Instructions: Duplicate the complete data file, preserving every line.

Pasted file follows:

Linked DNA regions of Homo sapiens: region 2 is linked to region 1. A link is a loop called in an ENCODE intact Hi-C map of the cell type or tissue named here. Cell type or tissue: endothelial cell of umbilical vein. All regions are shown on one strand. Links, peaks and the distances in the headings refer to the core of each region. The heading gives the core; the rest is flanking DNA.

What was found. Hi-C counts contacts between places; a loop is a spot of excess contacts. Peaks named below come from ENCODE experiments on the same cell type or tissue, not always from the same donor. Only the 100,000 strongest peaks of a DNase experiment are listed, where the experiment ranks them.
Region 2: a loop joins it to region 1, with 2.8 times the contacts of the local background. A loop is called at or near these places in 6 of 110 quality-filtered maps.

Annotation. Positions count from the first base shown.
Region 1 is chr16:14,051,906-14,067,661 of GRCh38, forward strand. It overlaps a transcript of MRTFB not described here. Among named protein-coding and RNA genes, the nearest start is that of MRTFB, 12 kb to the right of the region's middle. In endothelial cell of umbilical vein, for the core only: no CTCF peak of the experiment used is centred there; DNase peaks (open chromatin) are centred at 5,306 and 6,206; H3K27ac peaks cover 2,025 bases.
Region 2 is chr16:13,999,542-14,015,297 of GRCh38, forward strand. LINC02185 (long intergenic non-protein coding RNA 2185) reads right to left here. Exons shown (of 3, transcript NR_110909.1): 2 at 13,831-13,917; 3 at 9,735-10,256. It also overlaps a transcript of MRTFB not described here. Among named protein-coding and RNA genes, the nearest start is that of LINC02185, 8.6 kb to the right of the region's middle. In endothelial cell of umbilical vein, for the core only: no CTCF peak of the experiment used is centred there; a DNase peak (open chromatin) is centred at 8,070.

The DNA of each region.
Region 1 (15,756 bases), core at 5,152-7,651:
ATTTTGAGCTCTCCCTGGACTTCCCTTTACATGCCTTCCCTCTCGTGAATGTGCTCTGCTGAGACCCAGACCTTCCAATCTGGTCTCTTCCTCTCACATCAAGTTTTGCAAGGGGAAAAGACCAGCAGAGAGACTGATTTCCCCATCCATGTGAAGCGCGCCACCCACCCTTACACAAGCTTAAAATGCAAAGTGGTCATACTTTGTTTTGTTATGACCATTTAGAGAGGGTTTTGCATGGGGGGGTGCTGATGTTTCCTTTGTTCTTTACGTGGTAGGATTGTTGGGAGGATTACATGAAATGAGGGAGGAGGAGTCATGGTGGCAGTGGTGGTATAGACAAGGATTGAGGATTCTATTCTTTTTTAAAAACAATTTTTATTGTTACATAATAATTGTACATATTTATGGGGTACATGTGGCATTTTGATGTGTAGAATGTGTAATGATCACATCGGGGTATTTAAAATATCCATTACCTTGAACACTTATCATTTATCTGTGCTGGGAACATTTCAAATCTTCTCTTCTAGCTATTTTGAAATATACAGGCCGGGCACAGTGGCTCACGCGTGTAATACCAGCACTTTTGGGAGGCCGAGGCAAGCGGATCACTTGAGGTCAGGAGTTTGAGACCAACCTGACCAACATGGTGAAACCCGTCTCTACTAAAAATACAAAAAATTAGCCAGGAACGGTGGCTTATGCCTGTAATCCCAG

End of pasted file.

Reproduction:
Linked DNA regions of Homo sapiens: region 2 is linked to region 1. A link is a loop called in an ENCODE intact Hi-C map of the cell type or tissue named here. Cell type or tissue: endothelial cell of umbilical vein. All regions are shown on one strand. Links, peaks and the distances in the headings refer to the core of each region. The heading gives the core; the rest is flanking DNA.

What was found. Hi-C counts contacts between places; a loop is a spot of excess contacts. Peaks named below come from ENCODE experiments on the same cell type or tissue, not always from the same donor. Only the 100,000 strongest peaks of a DNase experiment are listed, where the experiment ranks them.
Region 2: a loop joins it to region 1, with 2.8 times the contacts of the local background. A loop is called at or near these places in 6 of 110 quality-filtered maps.

Annotation. Positions count from the first base shown.
Region 1 is chr16:14,051,906-14,067,661 of GRCh38, forward strand. It overlaps a transcript of MRTFB not described here. Among named protein-coding and RNA genes, the nearest start is that of MRTFB, 12 kb to the right of the region's middle. In endothelial cell of umbilical vein, for the core only: no CTCF peak of the experiment used is centred there; DNase peaks (open chromatin) are centred at 5,306 and 6,206; H3K27ac peaks cover 2,025 bases.
Region 2 is chr16:13,999,542-14,015,297 of GRCh38, forward strand. LINC02185 (long intergenic non-protein coding RNA 2185) reads right to left here. Exons shown (of 3, transcript NR_110909.1): 2 at 13,831-13,917; 3 at 9,735-10,256. It also overlaps a transcript of MRTFB not described here. Among named protein-coding and RNA genes, the nearest start is that of LINC02185, 8.6 kb to the right of the region's middle. In endothelial cell of umbilical vein, for the core only: no CTCF peak of the experiment used is centred there; a DNase peak (open chromatin) is centred at 8,070.

The DNA of each region.
Region 1 (15,756 bases), core at 5,152-7,651:
ATTTTGAGCTCTCCCTGGACTTCCCTTTACATGCCTTCCCTCTCGTGAATGTGCTCTGCTGAGACCCAGACCTTCCAATCTGGTCTCTTCCTCTCACATCAAGTTTTGCAAGGGGAAAAGACCAGCAGAGAGACTGATTTCCCCATCCATGTGAAGCGCGCCACCCACCCTTACACAAGCTTAAAATGCAAAGTGGTCATACTTTGTTTTGTTATGACCATTTAGAGAGGGTTTTGCATGGGGGGGTGCTGATGTTTCCTTTGTTCTTTACGTGGTAGGATTGTTGGGAGGATTACATGAAATGAGGGAGGAGGAGTCATGGTGGCAGTGGTGGTATAGACAAGGATTGAGGATTCTATTCTTTTTTAAAAACAATTTTTATTGTTACATAATAATTGTACATATTTATGGGGTACATGTGGCATTTTGATGTGTAGAATGTGTAATGATCACATCGGGGTATTTAAAATATCCATTACCTTGAACACTTATCATTTATCTGTGCTGGGAACATTTCAAATCTTCTCTTCTAGCTATTTTGAAATATACAGGCCGGGCACAGTGGCTCACGCGTGTAATACCAGCACTTTTGGGAGGCCGAGGCAAGCGGATCACTTGAGGTCAGGAGTTTGAGACCAACCTGACCAACATGGTGAAACCCGTCTCTACTAAAAATACAAAAAATTAGCCAGGAACGGTGGCTTATGCCTGTAATCCCAG